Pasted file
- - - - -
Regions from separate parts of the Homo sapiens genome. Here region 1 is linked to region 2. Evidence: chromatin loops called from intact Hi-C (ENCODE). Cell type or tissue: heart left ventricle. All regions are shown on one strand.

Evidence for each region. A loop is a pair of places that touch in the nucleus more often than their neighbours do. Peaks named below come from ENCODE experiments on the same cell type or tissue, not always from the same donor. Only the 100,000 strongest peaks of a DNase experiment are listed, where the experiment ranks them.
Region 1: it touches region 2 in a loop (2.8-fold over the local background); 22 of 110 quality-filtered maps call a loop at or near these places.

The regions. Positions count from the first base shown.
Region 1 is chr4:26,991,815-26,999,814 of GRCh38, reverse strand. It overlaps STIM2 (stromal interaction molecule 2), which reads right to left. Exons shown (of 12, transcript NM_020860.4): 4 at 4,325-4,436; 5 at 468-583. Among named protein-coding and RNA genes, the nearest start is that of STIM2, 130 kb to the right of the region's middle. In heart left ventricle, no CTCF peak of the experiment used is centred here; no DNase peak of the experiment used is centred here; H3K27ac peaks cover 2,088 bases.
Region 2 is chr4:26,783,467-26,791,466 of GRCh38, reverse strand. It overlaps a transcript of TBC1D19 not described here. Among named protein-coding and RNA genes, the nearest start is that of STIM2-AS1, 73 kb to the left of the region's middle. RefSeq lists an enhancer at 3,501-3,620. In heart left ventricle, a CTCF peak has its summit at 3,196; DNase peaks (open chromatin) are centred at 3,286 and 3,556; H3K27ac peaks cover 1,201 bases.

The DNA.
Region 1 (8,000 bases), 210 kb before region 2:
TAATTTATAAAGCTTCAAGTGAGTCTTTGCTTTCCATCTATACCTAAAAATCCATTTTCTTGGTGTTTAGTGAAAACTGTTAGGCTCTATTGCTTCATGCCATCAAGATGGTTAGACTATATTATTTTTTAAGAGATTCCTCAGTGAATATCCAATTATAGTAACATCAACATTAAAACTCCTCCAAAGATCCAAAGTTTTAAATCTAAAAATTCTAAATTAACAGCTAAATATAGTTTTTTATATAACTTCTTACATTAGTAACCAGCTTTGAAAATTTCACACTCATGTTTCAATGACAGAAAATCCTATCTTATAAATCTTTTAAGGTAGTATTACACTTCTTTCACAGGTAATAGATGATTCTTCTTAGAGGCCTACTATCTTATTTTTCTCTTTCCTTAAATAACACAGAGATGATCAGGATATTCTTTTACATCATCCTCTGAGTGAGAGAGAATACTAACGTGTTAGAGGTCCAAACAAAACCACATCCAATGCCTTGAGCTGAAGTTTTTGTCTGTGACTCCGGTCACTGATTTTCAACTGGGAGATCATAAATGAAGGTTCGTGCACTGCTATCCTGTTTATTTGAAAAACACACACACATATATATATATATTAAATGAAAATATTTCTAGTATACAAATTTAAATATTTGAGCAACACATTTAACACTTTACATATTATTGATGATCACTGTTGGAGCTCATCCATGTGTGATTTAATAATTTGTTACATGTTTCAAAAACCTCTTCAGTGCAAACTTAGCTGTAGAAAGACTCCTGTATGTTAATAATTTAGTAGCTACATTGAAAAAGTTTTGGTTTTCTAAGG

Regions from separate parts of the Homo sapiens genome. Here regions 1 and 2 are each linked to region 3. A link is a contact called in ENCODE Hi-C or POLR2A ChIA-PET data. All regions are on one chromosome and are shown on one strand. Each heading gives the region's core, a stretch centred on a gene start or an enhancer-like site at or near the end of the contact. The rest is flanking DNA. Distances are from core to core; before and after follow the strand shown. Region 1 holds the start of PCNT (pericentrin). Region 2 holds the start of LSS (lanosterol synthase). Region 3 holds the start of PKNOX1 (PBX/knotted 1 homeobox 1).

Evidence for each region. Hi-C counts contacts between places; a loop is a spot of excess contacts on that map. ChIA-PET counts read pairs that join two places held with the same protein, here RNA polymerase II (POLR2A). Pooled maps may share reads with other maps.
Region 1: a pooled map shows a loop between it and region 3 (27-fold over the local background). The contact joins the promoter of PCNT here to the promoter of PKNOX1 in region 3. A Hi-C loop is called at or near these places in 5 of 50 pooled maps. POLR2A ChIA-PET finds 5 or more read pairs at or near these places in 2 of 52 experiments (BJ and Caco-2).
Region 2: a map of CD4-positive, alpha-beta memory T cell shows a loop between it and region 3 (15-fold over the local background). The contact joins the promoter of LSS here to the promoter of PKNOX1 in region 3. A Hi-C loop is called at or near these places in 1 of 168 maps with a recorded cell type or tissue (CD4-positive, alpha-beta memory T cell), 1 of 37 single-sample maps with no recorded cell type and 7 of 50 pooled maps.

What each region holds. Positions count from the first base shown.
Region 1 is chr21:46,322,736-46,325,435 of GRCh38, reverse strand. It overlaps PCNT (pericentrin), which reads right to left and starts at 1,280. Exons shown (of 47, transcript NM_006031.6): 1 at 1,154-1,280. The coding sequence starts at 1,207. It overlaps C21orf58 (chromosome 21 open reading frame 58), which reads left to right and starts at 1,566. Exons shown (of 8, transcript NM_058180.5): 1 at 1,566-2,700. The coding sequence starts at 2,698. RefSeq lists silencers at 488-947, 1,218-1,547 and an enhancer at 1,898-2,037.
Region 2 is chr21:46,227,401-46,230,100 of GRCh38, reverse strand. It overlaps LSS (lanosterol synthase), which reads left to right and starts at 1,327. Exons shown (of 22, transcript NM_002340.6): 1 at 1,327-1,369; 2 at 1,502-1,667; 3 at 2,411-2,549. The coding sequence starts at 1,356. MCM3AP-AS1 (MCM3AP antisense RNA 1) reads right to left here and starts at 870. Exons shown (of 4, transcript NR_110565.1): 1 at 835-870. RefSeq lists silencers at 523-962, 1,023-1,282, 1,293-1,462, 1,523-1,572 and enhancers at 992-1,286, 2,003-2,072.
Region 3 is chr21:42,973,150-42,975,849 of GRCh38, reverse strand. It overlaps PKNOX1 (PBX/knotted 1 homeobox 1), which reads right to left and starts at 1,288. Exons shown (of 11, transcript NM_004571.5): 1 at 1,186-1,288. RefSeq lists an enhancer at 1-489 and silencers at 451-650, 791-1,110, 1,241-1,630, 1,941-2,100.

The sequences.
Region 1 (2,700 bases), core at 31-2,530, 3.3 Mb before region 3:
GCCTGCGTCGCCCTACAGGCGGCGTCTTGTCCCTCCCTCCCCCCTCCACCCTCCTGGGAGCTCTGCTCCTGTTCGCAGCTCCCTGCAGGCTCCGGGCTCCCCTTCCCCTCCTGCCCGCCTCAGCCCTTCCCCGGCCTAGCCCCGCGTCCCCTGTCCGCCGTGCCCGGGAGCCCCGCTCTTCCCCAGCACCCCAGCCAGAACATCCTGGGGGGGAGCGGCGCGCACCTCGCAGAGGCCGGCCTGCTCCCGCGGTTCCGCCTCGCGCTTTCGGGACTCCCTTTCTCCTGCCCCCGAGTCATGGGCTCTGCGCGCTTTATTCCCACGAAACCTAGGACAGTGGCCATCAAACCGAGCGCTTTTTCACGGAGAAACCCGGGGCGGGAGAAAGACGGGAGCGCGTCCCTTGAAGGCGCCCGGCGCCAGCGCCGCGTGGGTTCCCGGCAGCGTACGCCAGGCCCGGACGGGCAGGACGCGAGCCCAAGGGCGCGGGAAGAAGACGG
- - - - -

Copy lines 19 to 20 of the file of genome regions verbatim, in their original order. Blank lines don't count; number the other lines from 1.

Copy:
Region 1 (2,700 bases), core at 31-2,530, 3.3 Mb before region 3:
GCCTGCGTCGCCCTACAGGCGGCGTCTTGTCCCTCCCTCCCCCCTCCACCCTCCTGGGAGCTCTGCTCCTGTTCGCAGCTCCCTGCAGGCTCCGGGCTCCCCTTCCCCTCCTGCCCGCCTCAGCCCTTCCCCGGCCTAGCCCCGCGTCCCCTGTCCGCCGTGCCCGGGAGCCCCGCTCTTCCCCAGCACCCCAGCCAGAACATCCTGGGGGGGAGCGGCGCGCACCTCGCAGAGGCCGGCCTGCTCCCGCGGTTCCGCCTCGCGCTTTCGGGACTCCCTTTCTCCTGCCCCCGAGTCATGGGCTCTGCGCGCTTTATTCCCACGAAACCTAGGACAGTGGCCATCAAACCGAGCGCTTTTTCACGGAGAAACCCGGGGCGGGAGAAAGACGGGAGCGCGTCCCTTGAAGGCGCCCGGCGCCAGCGCCGCGTGGGTTCCCGGCAGCGTACGCCAGGCCCGGACGGGCAGGACGCGAGCCCAAGGGCGCGGGAAGAAGACGG